Instead of paraphrasing the content of this book, I prefer to let Cohen explain it in his own words, in this series of YouTube videos:

Says Wikipedia of this "evolutionary" approach to spirituality:

Evolutionary Enlightenment is a philosophy that mixes teachings about Enlightenment from Eastern traditions with a Western scientific understanding of evolution.
Evolutionary Enlightenment

So the basic idea is this—and I am paraphrasing now—from the Big Bang onwards to the present day, cosmic evolution has shown to be a process of the emergence of various new and unforeseen dimensions. First of matter, then of life, at least on our planet Earth, and finally of human consciousness and culture. "Evolution has become conscious of itself" is the oft-repeated slogan in these circles.

In this "evolutionary" philosophy, this whole process has been guided and energized by the "evolutionary impulse", which is also working in each of us individually. By consciously realizing that we can align ourselves with this truly cosmic impulse, we break out of the confines of our petty individual minds, and expand our consciousness to cosmic dimensions. This is presented as a modern-day spirituality that honors "a Western scientific understanding of evolution".

But does it? Really? Seriously?

In my opinion, and this will not come as a big surprise to readers of my essays on Integral World, this is a case of the "evolution religion", the attempt to use evolutionary metaphors for spiritual transformation, with often damaging consequences. Unfortunately, no evolutionary scientists today will try to explain—or rather, not explain—the emergence of matter, life and mind with the help of this hypothesis of an "evolutionary impulse".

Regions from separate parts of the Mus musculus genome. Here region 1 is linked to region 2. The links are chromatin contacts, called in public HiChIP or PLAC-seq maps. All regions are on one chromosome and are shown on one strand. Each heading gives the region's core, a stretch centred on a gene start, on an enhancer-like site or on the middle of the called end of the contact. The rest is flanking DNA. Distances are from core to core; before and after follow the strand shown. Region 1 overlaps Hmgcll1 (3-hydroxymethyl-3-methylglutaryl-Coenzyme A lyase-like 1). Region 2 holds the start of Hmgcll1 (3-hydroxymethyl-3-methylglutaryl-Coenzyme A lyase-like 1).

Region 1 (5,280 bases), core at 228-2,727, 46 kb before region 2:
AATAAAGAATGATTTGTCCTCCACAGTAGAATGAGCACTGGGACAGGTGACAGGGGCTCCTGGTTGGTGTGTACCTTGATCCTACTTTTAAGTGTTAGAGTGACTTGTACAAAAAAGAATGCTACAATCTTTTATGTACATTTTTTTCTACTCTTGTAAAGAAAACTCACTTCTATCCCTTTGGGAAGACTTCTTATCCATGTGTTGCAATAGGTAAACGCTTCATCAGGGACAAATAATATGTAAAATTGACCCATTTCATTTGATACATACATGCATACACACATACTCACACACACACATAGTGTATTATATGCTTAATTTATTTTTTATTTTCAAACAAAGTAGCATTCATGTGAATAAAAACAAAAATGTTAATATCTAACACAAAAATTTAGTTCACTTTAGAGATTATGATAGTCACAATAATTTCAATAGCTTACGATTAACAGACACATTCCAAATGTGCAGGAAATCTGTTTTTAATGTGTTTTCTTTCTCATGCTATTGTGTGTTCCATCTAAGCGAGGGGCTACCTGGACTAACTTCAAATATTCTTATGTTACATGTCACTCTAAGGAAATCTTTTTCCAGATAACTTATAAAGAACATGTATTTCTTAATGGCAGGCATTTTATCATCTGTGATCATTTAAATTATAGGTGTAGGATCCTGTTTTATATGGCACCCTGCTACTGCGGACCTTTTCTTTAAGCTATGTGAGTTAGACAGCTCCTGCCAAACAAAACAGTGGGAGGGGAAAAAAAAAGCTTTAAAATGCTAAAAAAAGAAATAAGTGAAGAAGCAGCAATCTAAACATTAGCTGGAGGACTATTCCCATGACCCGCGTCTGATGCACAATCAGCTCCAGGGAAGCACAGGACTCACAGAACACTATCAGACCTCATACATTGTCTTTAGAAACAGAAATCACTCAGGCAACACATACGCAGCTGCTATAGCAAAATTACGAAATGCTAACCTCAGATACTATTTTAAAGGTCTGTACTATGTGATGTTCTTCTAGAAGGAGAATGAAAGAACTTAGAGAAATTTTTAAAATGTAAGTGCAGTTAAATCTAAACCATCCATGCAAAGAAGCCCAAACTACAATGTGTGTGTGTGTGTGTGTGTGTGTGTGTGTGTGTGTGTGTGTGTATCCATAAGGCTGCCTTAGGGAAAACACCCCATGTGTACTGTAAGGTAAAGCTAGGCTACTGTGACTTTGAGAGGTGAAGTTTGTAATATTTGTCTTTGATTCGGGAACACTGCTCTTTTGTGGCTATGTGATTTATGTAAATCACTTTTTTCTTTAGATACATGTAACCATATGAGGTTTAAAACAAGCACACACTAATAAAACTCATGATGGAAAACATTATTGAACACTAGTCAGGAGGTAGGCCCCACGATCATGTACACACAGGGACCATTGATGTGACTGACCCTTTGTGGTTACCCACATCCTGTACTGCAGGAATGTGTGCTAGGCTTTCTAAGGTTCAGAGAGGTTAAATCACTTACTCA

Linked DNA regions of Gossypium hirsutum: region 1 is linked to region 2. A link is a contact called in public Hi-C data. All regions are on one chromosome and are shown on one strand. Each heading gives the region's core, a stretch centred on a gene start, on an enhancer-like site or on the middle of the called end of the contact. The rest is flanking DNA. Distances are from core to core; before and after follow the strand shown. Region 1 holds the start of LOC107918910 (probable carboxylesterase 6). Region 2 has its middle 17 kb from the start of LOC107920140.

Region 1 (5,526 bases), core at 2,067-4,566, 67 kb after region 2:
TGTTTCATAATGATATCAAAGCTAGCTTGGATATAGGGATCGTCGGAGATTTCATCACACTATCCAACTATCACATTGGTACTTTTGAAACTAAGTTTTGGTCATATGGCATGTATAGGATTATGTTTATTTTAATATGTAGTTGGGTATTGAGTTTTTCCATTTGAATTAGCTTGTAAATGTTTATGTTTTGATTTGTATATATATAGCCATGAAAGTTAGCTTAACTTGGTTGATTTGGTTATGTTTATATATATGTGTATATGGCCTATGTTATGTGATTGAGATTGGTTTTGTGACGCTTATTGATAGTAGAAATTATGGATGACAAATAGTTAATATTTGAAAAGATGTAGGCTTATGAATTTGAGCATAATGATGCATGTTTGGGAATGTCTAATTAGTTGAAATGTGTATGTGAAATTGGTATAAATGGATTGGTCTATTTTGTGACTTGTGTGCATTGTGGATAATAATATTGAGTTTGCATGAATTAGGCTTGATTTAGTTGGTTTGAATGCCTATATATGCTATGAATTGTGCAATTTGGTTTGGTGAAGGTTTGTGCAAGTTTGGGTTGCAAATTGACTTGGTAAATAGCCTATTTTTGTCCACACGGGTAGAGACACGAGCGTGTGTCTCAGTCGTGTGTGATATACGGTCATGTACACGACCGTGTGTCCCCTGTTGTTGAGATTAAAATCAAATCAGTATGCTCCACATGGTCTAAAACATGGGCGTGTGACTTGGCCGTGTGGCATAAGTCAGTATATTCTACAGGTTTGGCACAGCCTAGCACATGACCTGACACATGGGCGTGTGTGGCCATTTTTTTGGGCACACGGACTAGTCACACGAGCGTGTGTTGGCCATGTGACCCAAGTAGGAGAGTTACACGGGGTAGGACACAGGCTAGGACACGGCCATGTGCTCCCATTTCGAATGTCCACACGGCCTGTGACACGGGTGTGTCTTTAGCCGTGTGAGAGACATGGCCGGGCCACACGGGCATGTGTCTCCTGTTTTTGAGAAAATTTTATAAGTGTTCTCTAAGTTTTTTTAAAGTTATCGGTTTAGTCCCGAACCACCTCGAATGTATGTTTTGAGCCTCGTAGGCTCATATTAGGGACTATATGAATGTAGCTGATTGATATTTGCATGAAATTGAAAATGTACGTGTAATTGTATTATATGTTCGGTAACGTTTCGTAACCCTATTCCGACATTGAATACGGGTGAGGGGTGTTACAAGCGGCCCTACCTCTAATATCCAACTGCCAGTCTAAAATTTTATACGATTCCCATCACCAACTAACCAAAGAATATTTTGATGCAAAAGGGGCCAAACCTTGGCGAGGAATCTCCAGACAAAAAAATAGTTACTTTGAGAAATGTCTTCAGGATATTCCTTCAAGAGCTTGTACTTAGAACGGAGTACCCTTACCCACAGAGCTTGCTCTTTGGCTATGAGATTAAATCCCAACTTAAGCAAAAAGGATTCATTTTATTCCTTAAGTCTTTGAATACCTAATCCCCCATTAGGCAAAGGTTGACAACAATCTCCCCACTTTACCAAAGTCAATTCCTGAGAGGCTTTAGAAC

For that would be the end of all explanation.

Think about it. How did matter arise? Oh, that's because of the evolutionary impulse. How did life arise? Ditto. How did... oh, never mind. Everything under the sun—from sub-atomic particles to galaxies, from large gaseous planets to life-friendly planets such as the Earth, or from chemical compounds indispensible for life to self-consciousness—is explained away by saying that it was the evolutionary impulse which created all this and more.